Sen. Bernie Sanders campaigns in Iowa during the 2016 election
With less than a week to go before voting begins in the Democratic presidential primary, Sen. Bernie Sanders (I-Vt.) is making gains in early states and national polls alike.
A slew of surveys released in recent days suggest that Sanders has caught up with former vice president Joe Biden in Iowa, which is poised to hold its caucuses next Monday, and has opened up a lead in New Hampshire, which votes the following week.
"Things are looking beautiful," said Ben Cohen, a national cochair of Sanders' presidential campaign. He and fellow Ben & Jerry's cofounder Jerry Greenfield have been spending the week crisscrossing Iowa to campaign for Sanders. "The people we've been talking to are incredibly enthusiastic," Cohen said.
Even as Sanders focuses on the early voting states of Iowa, New Hampshire, Nevada and South Carolina, his campaign has increased its investment in the 14 states that vote on March 3. On that day, better known as Super Tuesday, 1,344 delegates will be awarded — including 415 in California and 228 in Texas — compared with the 41 delegates out of Iowa.
A new poll released Tuesday by the Los Angeles Times shows Sanders leading the pack in California with 26 percent of the vote, followed by Sen. Elizabeth Warren (D-Mass.) with 20 percent and Biden with 15 percent. On the same day, the Sanders campaign announced that it was launching a $2.5 million ad campaign in California and Texas — a relatively small buy in such massive states but a sign of Sanders' ability to bankroll a long fight for delegates.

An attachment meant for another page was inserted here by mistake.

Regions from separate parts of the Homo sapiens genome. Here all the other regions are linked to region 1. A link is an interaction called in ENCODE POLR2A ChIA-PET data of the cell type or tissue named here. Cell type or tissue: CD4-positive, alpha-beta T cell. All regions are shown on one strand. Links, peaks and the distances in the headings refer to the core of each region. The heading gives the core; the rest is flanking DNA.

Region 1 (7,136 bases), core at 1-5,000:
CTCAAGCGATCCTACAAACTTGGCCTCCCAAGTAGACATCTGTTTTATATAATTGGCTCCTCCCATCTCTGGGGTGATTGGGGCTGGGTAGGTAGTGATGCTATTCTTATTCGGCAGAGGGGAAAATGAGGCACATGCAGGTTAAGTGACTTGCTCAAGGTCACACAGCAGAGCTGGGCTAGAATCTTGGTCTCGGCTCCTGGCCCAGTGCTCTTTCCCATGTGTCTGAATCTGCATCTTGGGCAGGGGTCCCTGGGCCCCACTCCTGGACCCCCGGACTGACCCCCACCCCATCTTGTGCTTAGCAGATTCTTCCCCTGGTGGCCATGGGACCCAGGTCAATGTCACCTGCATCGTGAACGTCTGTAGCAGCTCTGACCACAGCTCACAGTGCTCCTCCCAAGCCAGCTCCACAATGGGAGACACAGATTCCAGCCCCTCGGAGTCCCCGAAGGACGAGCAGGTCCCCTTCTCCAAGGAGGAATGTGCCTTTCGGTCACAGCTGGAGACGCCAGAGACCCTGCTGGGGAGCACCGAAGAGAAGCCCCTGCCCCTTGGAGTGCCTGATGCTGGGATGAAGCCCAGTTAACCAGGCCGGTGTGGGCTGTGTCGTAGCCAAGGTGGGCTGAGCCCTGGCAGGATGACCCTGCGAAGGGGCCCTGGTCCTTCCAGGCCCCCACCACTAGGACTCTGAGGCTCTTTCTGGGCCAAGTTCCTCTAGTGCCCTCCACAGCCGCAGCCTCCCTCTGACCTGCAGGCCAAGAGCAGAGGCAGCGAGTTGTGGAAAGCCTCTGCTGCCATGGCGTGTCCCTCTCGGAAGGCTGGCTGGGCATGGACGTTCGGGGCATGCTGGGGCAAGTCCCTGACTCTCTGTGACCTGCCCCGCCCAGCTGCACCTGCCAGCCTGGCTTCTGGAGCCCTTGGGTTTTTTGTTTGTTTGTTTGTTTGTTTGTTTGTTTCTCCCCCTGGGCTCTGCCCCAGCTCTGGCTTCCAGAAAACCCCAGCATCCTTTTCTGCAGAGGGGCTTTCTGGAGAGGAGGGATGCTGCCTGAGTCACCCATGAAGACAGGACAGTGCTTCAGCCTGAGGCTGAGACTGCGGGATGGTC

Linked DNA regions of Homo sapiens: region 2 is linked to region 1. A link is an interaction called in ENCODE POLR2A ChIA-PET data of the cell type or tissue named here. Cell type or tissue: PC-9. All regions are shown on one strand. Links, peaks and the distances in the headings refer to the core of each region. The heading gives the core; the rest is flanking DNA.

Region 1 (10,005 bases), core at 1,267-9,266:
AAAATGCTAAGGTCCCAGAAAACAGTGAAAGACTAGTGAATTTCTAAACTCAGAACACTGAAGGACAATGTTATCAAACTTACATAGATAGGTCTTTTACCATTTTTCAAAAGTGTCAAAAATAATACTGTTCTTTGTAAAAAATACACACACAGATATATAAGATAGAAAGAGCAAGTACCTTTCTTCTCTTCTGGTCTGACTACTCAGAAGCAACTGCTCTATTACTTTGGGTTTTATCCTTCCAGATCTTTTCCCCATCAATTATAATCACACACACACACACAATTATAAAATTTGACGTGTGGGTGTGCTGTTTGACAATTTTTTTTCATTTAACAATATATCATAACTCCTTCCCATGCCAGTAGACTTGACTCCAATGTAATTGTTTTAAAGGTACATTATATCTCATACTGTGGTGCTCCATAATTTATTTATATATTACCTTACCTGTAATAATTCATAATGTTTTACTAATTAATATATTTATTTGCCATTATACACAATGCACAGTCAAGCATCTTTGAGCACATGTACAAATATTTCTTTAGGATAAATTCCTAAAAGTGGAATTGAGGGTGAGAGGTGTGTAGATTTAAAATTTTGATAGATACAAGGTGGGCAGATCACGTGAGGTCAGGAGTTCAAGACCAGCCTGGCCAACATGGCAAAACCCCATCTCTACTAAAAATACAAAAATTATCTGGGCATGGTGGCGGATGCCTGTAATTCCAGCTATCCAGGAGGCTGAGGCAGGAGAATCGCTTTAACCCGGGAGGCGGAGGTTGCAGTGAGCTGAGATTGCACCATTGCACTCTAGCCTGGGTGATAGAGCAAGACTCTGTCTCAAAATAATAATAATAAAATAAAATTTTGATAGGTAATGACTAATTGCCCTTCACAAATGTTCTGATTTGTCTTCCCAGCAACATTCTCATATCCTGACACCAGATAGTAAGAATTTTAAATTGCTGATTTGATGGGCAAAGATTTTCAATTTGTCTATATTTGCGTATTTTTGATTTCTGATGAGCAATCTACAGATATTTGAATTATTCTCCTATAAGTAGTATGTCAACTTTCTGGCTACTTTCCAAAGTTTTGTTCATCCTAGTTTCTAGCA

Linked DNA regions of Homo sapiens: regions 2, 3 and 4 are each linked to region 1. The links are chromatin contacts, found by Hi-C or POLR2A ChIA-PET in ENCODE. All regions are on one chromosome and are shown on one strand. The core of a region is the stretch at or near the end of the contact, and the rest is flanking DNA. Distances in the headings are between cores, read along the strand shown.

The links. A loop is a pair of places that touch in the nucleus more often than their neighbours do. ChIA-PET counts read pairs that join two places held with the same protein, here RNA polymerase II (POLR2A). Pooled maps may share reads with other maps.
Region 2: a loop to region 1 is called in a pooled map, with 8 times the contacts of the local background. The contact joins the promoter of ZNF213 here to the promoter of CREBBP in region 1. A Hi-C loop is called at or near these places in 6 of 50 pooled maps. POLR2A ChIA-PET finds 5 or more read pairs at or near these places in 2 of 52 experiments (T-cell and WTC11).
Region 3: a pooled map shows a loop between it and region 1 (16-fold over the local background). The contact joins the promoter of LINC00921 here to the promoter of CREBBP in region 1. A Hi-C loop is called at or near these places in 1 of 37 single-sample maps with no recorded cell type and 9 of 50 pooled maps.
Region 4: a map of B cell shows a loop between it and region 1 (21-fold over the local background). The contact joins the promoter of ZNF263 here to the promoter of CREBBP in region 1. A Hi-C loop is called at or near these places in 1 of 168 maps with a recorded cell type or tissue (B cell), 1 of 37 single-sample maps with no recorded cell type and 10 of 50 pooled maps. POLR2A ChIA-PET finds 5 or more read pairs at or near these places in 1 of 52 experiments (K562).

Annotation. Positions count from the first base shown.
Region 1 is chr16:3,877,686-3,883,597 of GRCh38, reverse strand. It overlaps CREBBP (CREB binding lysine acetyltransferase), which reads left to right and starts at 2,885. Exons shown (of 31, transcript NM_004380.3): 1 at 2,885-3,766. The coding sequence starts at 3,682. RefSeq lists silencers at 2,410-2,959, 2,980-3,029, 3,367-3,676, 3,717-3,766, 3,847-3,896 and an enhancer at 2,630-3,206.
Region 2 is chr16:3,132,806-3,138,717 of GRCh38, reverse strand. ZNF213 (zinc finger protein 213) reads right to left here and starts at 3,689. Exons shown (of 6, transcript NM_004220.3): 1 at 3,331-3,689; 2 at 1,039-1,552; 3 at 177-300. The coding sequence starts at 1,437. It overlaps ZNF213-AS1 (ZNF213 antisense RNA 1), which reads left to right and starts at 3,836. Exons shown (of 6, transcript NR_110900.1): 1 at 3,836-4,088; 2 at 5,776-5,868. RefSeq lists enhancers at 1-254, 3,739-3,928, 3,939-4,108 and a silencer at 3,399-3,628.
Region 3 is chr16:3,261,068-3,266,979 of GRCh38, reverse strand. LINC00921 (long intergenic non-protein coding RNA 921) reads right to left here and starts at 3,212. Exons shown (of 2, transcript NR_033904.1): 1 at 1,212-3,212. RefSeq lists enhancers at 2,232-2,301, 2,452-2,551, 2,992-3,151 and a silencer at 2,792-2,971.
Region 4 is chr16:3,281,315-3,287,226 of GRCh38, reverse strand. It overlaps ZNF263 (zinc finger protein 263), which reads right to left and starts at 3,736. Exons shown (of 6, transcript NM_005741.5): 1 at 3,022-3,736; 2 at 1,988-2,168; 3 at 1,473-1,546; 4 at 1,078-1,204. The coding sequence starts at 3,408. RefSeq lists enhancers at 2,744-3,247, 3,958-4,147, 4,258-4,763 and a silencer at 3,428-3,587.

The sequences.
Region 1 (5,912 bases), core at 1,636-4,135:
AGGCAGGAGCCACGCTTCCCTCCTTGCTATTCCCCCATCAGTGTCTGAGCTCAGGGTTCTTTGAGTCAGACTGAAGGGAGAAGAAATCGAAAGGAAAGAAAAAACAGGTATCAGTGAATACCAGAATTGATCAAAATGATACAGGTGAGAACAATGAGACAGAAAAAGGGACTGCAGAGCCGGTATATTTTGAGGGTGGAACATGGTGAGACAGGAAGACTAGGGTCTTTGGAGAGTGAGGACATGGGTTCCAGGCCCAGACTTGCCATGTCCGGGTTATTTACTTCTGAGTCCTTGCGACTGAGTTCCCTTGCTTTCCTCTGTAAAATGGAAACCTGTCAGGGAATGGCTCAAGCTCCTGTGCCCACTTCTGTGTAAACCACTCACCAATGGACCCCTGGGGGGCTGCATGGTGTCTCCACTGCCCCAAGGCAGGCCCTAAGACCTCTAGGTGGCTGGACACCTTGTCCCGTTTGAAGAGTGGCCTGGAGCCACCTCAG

“It is thanks to our grassroots donors that we can make big investments in the vital states of California and Texas," Sanders campaign manager Faiz Shakir said in a written statement. "We have the strength and the enthusiasm to fund a campaign to not only win the Democratic nomination but to defeat Donald Trump and create a political revolution that transforms this country."
As the Iowa caucuses near, Sanders remains stuck in Washington, D.C., for a second week in a row, participating in the impeachment trial of President Donald Trump. Nevertheless, recent polls of the Hawkeye State indicate that the Vermonter is holding his own.
Three of the four most recent surveys show Sanders leading Biden by anywhere from 1 to 9 percentage points in the state, according to FiveThirtyEight, while the fourth shows Biden leading Sanders by 7 points. The site's forecasting model predicts that Sanders and Biden each have a 1 in 3 chance of prevailing in Iowa.
Sanders is doing even better in New Hampshire, which votes on February 11. All four of the most recent polls show him ahead by 5 to 12 percentage points there, according to FiveThirtyEight. Two of those polls found Biden in second place, while the other two had former mayor Pete Buttigieg of South Bend, Ind., in second. FiveThirtyEight's model predicts that Sanders has a 1 in 2 chance of winning his neighboring state.
Cohen attributes some of Sanders' strength to the passion of his staff and volunteers. "He's got incredibly motivated, enthusiastic supporters that are knocking on doors and making phone calls. You know, that's the thing that really makes the difference," he said. "Everybody can buy gobs of TV ads, but nothing is as important — nothing makes as much of an impression on a voter as talking to a real live human being."
With Sanders in D.C., Cohen said, campaign surrogates such as himself are engaged in a "full-court press" to make up for their leader's absence. "His whole theme has been, 'Not me, us,'" Cohen said, referring to the campaign slogan. "So us is doing everything we can right now."